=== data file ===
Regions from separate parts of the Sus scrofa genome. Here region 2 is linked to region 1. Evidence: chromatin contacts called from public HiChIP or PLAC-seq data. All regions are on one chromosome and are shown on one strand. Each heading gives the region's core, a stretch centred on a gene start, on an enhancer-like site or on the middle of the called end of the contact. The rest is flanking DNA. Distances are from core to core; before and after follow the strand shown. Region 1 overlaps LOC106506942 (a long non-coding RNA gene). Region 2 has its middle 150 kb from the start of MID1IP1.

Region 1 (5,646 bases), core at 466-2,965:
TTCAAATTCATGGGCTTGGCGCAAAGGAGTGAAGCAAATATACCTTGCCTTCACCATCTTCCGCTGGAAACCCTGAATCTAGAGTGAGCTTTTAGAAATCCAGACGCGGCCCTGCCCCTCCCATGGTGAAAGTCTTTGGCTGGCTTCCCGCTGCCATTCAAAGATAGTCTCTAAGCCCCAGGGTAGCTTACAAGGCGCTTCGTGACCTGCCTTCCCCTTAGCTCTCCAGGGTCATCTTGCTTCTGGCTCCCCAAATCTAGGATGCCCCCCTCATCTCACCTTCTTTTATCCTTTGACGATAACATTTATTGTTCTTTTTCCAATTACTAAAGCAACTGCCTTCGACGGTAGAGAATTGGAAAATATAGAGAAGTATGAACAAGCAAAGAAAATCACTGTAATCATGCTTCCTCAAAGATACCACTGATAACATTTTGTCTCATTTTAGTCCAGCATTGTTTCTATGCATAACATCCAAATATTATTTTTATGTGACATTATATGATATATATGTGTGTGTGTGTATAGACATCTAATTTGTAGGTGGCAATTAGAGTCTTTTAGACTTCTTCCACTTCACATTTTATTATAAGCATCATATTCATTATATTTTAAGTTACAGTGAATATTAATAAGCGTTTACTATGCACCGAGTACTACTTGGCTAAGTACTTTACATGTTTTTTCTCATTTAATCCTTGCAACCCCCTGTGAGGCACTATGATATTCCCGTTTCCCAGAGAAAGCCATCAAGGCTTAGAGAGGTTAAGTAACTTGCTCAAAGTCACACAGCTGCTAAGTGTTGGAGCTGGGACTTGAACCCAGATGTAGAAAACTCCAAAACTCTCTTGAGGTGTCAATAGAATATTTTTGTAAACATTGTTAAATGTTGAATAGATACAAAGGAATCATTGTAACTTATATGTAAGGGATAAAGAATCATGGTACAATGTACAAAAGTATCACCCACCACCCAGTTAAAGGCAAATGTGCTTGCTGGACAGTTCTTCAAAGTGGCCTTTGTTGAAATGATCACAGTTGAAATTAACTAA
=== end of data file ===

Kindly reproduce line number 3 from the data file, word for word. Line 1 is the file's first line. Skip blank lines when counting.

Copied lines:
TTCAAATTCATGGGCTTGGCGCAAAGGAGTGAAGCAAATATACCTTGCCTTCACCATCTTCCGCTGGAAACCCTGAATCTAGAGTGAGCTTTTAGAAATCCAGACGCGGCCCTGCCCCTCCCATGGTGAAAGTCTTTGGCTGGCTTCCCGCTGCCATTCAAAGATAGTCTCTAAGCCCCAGGGTAGCTTACAAGGCGCTTCGTGACCTGCCTTCCCCTTAGCTCTCCAGGGTCATCTTGCTTCTGGCTCCCCAAATCTAGGATGCCCCCCTCATCTCACCTTCTTTTATCCTTTGACGATAACATTTATTGTTCTTTTTCCAATTACTAAAGCAACTGCCTTCGACGGTAGAGAATTGGAAAATATAGAGAAGTATGAACAAGCAAAGAAAATCACTGTAATCATGCTTCCTCAAAGATACCACTGATAACATTTTGTCTCATTTTAGTCCAGCATTGTTTCTATGCATAACATCCAAATATTATTTTTATGTGACATTATATGATATATATGTGTGTGTGTGTATAGACATCTAATTTGTAGGTGGCAATTAGAGTCTTTTAGACTTCTTCCACTTCACATTTTATTATAAGCATCATATTCATTATATTTTAAGTTACAGTGAATATTAATAAGCGTTTACTATGCACCGAGTACTACTTGGCTAAGTACTTTACATGTTTTTTCTCATTTAATCCTTGCAACCCCCTGTGAGGCACTATGATATTCCCGTTTCCCAGAGAAAGCCATCAAGGCTTAGAGAGGTTAAGTAACTTGCTCAAAGTCACACAGCTGCTAAGTGTTGGAGCTGGGACTTGAACCCAGATGTAGAAAACTCCAAAACTCTCTTGAGGTGTCAATAGAATATTTTTGTAAACATTGTTAAATGTTGAATAGATACAAAGGAATCATTGTAACTTATATGTAAGGGATAAAGAATCATGGTACAATGTACAAAAGTATCACCCACCACCCAGTTAAAGGCAAATGTGCTTGCTGGACAGTTCTTCAAAGTGGCCTTTGTTGAAATGATCACAGTTGAAATTAACTAA